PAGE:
Finally, the teachers gave feedback to students by leaving them detailed and specific comments on their Google Doc. For English Language Learners and students who needed extra support, we sat with them and shared our feedback orally.

editing EOL

Step 5 – Publishing

In order to also contribute our voice and perspective to the report, the techers then wrote a short paragraph in response to the students’ evaluation of their own learning. We wrote about the degreee to which we agreed and supported the students’ evaluation based on our own observations and assessment data.

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Finally, we posted the final product and Managebac and pushed it out to parents.

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Step 6 – Getting Feedback

We wanted to make sure we gave parents a chance to share their perspective with us about our approach to having students write their own reports. So we sent them a Google Form.

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Here is what they had to say:

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Reflections…

  • it felt so nice to have students take ownership of this process
  • it was the first time I felt like I was doing reporting with students, not to students
  • it helped our students develop their evaluation skills, along with their meta-cognition skills
  • it helped our students see that we are not just “talking the talk” of student ownership, but actually “walking the walk”
  • it was one of the most authentic writing tasks I have ever seen; there was an authentic purpose, an authentic audience and therefore an authentic need for planning, revising and editing
  • this specific process, was a bit too overstructed and as a result, convuluted – in the future we will streamlime to process (specifically with regards to pre-writing and planning)
  • it was SO validating to see that NOT ONE parent wanted to have fully teacher-written reports!
  • it was definitely “assessment as learning” in order for students to evaluate and synthesize their report, they needed to deeply consolidate and reflect upon their own learning
  • moving forward, we need to go through all of the constructive feedback from the parents and figure out how to address  their concerns in order to help them feel that the student-written Evaluations of Learning (EOLs) are even more effective

 

What do you see as the benefits and drawbacks of student-written reports?

How do you include your students in the process and product of their written reports?

What feedback do you have for us to help us strengthen our approach to student-written reporting?

 

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What if?

I started this year with a dream to build a fair, free, democratic classroom where students have agency over their own learning… and to be completely honest, it has been quite difficult. Most days I feel like I am trying to jam a round peg into a square hole. There are so many constraints and structures that run deep within the current system of school, that it has been difficult to circumvent them.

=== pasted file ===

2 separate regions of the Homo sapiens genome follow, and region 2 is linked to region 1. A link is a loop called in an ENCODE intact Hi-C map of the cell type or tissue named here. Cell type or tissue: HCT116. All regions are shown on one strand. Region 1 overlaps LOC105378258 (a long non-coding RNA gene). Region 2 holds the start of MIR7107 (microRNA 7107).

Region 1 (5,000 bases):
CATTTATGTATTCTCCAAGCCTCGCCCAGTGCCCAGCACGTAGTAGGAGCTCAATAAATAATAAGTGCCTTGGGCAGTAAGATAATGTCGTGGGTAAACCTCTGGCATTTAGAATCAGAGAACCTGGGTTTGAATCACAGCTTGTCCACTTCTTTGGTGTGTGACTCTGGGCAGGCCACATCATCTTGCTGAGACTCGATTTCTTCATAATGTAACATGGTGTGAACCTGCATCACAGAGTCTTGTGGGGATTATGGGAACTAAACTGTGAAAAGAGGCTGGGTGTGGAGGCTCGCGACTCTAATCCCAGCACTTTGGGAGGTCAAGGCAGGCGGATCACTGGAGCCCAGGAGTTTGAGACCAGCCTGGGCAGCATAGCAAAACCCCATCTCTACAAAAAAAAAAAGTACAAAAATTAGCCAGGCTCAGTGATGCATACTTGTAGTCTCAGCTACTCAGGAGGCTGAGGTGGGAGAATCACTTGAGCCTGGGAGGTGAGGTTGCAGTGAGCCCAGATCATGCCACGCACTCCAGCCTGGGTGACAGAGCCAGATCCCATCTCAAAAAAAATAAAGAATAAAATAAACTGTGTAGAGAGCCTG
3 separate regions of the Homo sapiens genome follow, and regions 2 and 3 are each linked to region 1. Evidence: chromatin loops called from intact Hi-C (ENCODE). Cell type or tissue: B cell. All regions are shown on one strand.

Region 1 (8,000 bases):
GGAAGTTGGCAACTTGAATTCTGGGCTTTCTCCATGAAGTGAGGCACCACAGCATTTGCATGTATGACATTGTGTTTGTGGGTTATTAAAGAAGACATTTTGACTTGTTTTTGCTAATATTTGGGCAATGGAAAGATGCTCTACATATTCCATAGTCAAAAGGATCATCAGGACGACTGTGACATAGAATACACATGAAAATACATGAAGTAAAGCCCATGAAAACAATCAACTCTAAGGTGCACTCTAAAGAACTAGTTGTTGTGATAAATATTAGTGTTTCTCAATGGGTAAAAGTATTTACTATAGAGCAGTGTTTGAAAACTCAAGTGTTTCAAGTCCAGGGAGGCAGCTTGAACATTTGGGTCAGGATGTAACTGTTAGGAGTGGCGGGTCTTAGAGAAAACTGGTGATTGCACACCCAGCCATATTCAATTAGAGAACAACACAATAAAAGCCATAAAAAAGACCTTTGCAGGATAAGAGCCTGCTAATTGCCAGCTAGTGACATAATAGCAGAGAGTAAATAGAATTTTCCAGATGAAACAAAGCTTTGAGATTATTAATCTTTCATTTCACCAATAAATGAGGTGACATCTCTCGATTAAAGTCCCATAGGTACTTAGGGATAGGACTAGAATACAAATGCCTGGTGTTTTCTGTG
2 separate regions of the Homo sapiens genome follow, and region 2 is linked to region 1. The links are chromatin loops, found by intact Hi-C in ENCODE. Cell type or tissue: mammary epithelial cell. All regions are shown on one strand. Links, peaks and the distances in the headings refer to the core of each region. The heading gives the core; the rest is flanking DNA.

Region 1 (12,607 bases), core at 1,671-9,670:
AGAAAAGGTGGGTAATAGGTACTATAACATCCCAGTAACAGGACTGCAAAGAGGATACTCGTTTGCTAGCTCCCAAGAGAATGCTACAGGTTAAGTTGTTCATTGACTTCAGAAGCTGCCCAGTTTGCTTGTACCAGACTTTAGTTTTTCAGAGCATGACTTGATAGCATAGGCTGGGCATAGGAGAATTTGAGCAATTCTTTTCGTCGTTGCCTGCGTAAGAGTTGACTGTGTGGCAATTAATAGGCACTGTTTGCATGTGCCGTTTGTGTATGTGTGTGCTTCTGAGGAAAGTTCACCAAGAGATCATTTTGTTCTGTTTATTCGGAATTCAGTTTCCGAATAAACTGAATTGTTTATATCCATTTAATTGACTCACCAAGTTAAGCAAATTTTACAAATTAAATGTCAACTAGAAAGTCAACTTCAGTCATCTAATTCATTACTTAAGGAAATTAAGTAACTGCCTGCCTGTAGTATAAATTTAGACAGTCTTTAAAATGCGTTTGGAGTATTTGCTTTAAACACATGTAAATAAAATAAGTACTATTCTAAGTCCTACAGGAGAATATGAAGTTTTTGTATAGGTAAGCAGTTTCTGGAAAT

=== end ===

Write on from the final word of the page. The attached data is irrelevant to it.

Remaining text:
This year I have tried to change my practice to fit within the system, but I’m beginning to wonder if those goals are fully achievable without changing the system itself.

So I have begun to wonder…

What if curriculum, instead of being multiple pages with hundreds of bullets, was simply “find out where students are and help them move along”?

What if assessment, instead of being focused on achievement, measured and celebrated the amount of progress made by a student?

What if school goals, instead of being focused on an percentage increase of reading scores, focused on a percentage increase of love of reading?

What if reports, instead of being written solely by the teacher, were written collaboratively by the student, their family and the teacher?

What if timelines, instead of being based on pre-determined start and finish dates, were driven by students’ learning needs and interests?

What if grades, instead of ranking and labelling with letters, numbers and words, changed exclusively into feedback that advised students about how to improve and where to go next?

What if day plans, instead of being written by the teacher, were written by each student?

What if standardized tests, instead of measuring skills and knowledge, measured how much students enjoy school and find it beneficial to their life?

Sir Ken Robinson urges us that reform of the current system is not enough – it’s a complete learning revolution that is needed. Based on my experience this year I would have to agree. I think that making small shifts within the system is not enough, we as educators need to continue (or for some of us begin)  critically looking at and discussing what parts of the school system are harmful to or a hindrance of student learning. It’s time to stop talking about how best to jam a round peg in a square hole, and time to start talking about how to change the whole itself.

What revolutionary, systemic “what ifs” would you add to the list?